Sunday, 16 October 2016

Derwent Edge and Castleton - Peak District weekend

While daydreaming at work this week I started thinking about where we could go at the weekend.  The 10th Piratemania was published a few days ago and it got me thinking about some of the lovely trips we've had to the Peak District over the years.   We attended the very first Piratemania in 2008 in the village of Hope.  It was such a fabulous weekend, the sun shone the whole time and we had great fun camping, making new friends and exploring the area.  

Our daughter started at the Uni of Sheffield in 2014 and we've enjoyed a few days out in the area since then..........  So back to this weekend and daydreaming, thinking about Piratemania reminded me that we needed to go back to the Castleton area.  Back in December last year we had an enjoyable walk on Derwent Edge, it was quite late in the day and it had been snowing so we only had time for a shortish walk from Strines Bridge to the Back Tor trigpoint. So that was the plan, go back to Derwent Edge on Saturday and explore Castleton on Sunday.

The forecast wasn’t great for the weekend but we thought we’d go for it anyway, I mean what’s a bit of rain? It’s just water

Wheel Stones

It was a very misty start to the day but the walk along Derwent Edge was fabulous, the views weren’t what we hoped for but the rock formations are simply amazing!  We enjoyed a series of Earthcaches all set by Pete37038.  Once we’d reached Cakes of Bread the temperature really dropped and the wind had got up and I was beginning to regret my clothing choice for today - cropped leggingss and thin jacket.  I delved into my rucksack and luckily stashed in the bottom was my winter hat and buff, good grief I was glad to get those on.  We have recently added an emergency survival bag to our kit, hopefully we’ll never need it but I was beginning to get so cold I was glad we’d thought to pack it.  I decided to run for half a mile or so to warm up.  Once we’d got to lower ground the sun came out and off came the winter buff and hat and I was glad of the shorts.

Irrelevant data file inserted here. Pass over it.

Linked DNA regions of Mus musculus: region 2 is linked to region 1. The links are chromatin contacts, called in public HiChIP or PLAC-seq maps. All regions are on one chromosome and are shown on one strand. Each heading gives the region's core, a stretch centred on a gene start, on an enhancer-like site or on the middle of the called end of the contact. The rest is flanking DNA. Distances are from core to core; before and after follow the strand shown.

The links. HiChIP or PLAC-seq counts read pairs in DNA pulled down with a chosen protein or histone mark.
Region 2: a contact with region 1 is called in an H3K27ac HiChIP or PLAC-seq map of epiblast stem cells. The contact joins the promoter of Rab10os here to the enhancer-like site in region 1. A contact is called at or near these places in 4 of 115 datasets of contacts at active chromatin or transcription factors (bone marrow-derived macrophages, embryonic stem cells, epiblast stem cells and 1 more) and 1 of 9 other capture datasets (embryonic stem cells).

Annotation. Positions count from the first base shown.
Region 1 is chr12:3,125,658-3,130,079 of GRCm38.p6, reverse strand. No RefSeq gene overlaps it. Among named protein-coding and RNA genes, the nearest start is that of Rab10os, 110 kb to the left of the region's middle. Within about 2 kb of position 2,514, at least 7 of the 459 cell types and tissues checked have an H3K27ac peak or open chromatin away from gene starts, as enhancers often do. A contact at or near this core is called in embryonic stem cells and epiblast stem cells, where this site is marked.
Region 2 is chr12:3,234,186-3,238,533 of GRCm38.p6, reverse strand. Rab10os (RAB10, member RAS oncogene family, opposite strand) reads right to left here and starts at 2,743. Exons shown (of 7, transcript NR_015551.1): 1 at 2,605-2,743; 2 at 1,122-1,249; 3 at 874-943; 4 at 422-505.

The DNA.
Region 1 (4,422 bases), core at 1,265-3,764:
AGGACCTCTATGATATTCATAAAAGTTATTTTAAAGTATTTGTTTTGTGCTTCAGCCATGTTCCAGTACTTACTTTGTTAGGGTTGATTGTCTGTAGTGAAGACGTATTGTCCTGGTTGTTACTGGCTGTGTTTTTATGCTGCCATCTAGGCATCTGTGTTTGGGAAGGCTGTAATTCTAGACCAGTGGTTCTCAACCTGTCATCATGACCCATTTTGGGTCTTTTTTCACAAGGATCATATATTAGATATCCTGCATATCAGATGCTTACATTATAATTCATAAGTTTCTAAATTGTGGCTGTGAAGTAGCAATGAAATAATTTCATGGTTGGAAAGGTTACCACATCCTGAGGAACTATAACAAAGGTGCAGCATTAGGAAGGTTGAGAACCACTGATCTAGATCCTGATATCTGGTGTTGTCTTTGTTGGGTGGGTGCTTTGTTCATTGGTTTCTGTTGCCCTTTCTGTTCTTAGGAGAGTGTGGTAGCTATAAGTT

Cakes of Bread

View of Ladybower Reservoir

A very enjoyable there and back walk of just under 8 miles.

Next stop Derwent Dam.  We last visited Derwent Dam in 2002 on a family caravanning holiday in Buxton, we had a fab time visiting lots of place in the Peak District.  Visiting the area brought back very fond memories of happy family times together.  How time flies, so glad we cherished the time when our children were small.

Family fun times at Derwent Dam - June 2002

Howden Reservoir - October 2016
Howden Reservoir and the dam -  June 2002

The reservoirs provide water for Sheffield, Derby, Nottingham and Leicester

During the Second World War the reservoir was used for practising the low-level flights needed for the Dam Busters raids due to its similarity to the German dams.

Breakfast view

A very wet start to the day, in fact the rain was torrential.  We were in two minds whether to stay as it looked like it might be set in for the day but we thought we'd at least visit the Earthcaches that we had planned and then if the rain continued and we got too wet we could always call it a day.

We had a lovely walk around Castleton which was deserted as the rain was quite heavy.

Beautiful autumnal colour

After a morning of walking around in the rain we headed back to the camper van for our lunch and luckily it stopped raining and the sun came out so we decided to round off the day with a walk up to Mam Tor trigpoint.

Mam Tor (meaning Mother Hill) is also known locally as the 'shivering mountain'. Due to its horizontal layers of shale and gritstone, the sedimentary bands crumble when water and ice work their way into the layers.  The hill is said to 'shiver' as the rock crumbles. The effects of this on the east side of the mountain can be clearly seen from the top of Mam Tor .  The area is continually moving and you can see the former A625 main road from Stockport to Sheffield which was washed away by a landslide in 1974, it was eventually closed for good in 1979.  The road is accessible on foot and in actual fact there is an Earthcache there that we did back in 2008.  Apparently in 2005 the cost of rebuilding the road was estimated to be £10,000,000.

Former A625 from Stockport to Sheffield
All good things must come to an end and it was time to head home.......another fab weekend, why do they go so fast?

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